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NCJRS Abstract

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NCJ Number: 220107 Find in a Library
Title: Helping Probation and Parole Officers Cope With Stress
Series: NIJ Update
Corporate Author: National Institute of Justice (NIJ)
US Department of Justice
Office of Justice Programs
United States of America
Date Published: February 2007
Page Count: 2
Sponsoring Agency: National Institute of Justice (NIJ)
Washington, DC 20531
National Institute of Justice/NCJRS
Rockville, MD 20849
Sale Source: National Institute of Justice/NCJRS
Box 6000
Rockville, MD 20849
United States of America
Document: PDF
Type: Report (Study/Research)
Format: Document (Online)
Language: English
Country: United States of America
Annotation: This paper reports on the methodology and findings of a study that identified the nature and scope of the stress experienced by probation and parole officers.
Abstract: The study found that correctional agencies were losing money, losing good employees, and jeopardizing officer and public safety due to work-related stress. Findings show that most of the work-related stress does not stem from physical dangers associated with probation and parole work, but rather from burdensome caseloads, overwhelming paperwork, and impossible deadlines. The study also found that the development of a stress-reduction program could relieve many of the adverse effects of stress. The study developed guidelines for establishing an effective stress-reduction program. It suggests selecting talented and committed staff with interpersonal skills, selling the program to administrators, ensuring confidentiality, assessing effectiveness, providing adequate funding, and reducing organizational sources of stress. The study methodology involved a review of published and unpublished materials on stress and related topics, a study of nine stress-reduction programs, and interviews with personnel at various levels of the American Probation and Parole Association. Researchers also conducted telephone interviews with individuals involved in five of the nine stress-reduction programs and had in-person interviews with staff at the other four programs. 8 notes and 2 listings for additional reading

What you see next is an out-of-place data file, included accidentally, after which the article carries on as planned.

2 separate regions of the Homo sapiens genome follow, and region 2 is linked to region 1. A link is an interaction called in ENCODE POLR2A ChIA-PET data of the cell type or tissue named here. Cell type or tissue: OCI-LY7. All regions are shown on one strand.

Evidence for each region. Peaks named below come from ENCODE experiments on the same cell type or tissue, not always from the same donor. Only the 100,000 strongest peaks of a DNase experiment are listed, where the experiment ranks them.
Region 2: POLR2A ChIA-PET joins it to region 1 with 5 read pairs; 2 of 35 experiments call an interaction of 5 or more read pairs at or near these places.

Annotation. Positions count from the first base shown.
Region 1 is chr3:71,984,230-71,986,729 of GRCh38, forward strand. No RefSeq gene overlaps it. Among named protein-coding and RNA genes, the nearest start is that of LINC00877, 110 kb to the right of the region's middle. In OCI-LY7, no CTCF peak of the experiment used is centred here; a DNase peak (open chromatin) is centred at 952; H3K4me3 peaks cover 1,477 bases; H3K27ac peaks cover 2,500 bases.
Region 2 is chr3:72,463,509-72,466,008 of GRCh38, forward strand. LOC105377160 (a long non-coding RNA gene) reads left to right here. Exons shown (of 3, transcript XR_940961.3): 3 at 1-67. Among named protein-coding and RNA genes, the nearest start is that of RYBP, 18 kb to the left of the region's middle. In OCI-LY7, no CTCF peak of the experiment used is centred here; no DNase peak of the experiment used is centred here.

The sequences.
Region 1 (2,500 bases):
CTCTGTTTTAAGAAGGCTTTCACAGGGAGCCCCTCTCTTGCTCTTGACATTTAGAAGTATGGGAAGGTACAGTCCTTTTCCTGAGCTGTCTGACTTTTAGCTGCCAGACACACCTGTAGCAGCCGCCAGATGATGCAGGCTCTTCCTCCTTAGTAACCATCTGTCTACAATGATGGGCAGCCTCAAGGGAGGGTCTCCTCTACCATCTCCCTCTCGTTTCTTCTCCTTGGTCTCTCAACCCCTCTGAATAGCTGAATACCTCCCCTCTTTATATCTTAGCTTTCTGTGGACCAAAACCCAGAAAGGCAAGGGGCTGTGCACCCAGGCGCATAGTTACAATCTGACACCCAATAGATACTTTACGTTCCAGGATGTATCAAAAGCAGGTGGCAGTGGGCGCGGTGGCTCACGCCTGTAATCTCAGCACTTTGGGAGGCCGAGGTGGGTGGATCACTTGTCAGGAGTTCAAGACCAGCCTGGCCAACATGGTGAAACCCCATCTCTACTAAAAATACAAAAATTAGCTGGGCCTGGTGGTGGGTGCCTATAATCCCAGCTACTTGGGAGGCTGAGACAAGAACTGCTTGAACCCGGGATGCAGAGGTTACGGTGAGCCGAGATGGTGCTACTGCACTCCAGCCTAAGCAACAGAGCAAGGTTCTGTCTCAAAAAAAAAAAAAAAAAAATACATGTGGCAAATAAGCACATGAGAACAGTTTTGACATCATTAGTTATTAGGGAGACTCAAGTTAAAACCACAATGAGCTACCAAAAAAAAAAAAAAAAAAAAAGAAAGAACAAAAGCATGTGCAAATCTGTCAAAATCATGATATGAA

Main Term(s): Corrections management
Index Term(s): Correctional stress training; Corrections occupational stress; Probation or parole agencies; Probation or parole officers; Stress management
Note: From Corrections Today, February 2007.
To cite this abstract, use the following link:
http://www.ncjrs.gov/App/publications/abstract.aspx?ID=241906

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